Congress is hoping to pass their tax reform bill this year. Both the House and the Senate have passed tax bills, and now the two have to be harmonized if the legislature wants to cross “tax reform” off their 2017 goals list. The new tax plan will affect Puerto Rico as well as the 50 states. But there have been some amendments that would make a difference for Puerto Rico.

Senator Chris Coons (D-DE) proposed this amendment:


Any provision of this Act which provides a reduction in taxes for the wealthiest Americans shall apply only to taxable years beginning after the date on which full funding is provided to the residents of Puerto Rico and the U.S. Virgin Islands for their hurricane recovery efforts and all such residents have access to electricity, telecommunications, safe drinking water, and wastewater services.

Reps Nelson and Menendez proposed this amendment to the new tax bill:

This Act, including any amendments made by this Act (except for the amendments made in section 13823), shall be null and void and have no effect with respect to income derived from sources within Puerto Rico until all bona fide residents of Puerto Rico (as defined for purposes of section 933 of the Internal Revenue Code of 1986) are treated in the same manner as residents of the 50 States for purposes of such Code.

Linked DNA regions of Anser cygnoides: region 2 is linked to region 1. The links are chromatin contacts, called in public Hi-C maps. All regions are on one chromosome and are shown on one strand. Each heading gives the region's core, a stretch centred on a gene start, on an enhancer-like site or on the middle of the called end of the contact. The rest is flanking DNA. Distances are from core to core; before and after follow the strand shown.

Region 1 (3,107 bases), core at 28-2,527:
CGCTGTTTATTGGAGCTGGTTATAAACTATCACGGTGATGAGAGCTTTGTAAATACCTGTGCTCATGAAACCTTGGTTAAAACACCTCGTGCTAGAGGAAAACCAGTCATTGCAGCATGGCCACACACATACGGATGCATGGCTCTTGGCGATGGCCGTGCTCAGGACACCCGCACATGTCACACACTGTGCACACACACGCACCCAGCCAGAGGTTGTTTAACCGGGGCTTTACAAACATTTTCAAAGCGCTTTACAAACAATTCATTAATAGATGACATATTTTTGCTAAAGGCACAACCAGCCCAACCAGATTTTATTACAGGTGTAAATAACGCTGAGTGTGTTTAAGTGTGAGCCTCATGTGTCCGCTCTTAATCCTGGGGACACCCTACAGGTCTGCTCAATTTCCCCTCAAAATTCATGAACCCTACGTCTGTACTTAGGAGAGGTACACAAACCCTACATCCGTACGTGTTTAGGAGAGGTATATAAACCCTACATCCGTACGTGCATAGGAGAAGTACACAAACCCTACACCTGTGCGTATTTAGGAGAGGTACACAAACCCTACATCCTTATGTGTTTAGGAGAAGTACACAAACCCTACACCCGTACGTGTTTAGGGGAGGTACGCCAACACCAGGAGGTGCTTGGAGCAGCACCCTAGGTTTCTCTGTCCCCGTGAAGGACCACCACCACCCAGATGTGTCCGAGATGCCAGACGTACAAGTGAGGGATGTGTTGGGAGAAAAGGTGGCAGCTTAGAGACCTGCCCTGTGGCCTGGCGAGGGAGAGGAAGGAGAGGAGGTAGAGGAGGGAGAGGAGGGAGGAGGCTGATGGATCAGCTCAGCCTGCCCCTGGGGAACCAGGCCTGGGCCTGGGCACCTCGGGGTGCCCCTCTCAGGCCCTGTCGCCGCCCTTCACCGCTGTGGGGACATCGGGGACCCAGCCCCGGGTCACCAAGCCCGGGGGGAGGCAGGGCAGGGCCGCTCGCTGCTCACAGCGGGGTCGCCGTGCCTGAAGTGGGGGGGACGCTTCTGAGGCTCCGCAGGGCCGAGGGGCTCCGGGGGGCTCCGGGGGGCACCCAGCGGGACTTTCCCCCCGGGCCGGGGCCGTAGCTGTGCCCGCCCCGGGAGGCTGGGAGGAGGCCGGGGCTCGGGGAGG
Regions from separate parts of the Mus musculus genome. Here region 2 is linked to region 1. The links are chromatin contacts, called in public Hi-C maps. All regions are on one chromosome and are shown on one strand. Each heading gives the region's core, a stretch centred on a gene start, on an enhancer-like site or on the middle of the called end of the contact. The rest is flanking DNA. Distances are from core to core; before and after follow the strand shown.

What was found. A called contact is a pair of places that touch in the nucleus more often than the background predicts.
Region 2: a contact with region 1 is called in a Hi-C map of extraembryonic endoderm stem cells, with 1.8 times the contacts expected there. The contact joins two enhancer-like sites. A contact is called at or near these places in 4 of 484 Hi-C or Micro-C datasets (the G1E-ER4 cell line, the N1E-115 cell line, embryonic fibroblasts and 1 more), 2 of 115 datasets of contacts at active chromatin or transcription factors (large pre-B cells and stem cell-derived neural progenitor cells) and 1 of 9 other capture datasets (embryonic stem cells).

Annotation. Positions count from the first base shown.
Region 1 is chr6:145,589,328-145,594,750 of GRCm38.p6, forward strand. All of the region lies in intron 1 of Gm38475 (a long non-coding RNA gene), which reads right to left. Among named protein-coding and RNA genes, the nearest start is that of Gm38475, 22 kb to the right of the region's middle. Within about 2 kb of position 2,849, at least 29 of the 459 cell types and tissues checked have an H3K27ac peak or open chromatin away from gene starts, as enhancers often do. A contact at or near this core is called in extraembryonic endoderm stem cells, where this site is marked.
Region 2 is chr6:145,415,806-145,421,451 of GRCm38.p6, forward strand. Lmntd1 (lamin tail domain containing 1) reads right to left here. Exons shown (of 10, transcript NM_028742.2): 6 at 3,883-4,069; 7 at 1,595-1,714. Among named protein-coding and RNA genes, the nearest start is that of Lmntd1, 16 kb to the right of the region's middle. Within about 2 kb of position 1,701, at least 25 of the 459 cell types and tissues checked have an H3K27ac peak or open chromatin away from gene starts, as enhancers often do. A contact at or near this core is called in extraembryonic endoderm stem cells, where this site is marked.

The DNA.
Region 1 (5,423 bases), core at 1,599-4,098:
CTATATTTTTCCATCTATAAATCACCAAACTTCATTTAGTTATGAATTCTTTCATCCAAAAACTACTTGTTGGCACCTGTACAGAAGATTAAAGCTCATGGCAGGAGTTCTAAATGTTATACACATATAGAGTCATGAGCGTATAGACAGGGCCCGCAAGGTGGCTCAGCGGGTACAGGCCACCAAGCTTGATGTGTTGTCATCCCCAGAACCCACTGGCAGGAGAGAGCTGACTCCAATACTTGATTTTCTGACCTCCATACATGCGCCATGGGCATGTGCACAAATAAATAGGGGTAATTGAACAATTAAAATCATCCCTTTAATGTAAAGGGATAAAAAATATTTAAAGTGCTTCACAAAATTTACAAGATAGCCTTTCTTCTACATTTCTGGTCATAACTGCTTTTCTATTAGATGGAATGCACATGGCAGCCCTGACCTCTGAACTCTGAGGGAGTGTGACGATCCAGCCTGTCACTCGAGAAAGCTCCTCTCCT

They also proposed amendments extending the Earned Income Tax Credit and the full Child Tax Credit to Puerto Rico.

The Earned Income Tax Credit, which currently does not apply to Puerto Rico, provides cash to working people with incomes below the poverty level. The Child Tax Credit provides cash to parents. In Puerto Rico, it applies to the third child and later children, not to a family’s first two children. In the States, it applies to all children.

Both of these amendments were tabled — that is, they were not accepted.

Speaker of the House Paul Ryan said in a statement on his web page, “It is our intention to make improvements to our tax reform legislation as it relates to Puerto Rico when we go to conference.” We hope to see Puerto Rico treated more fairly under the new tax code. However, there is a simpler solution.

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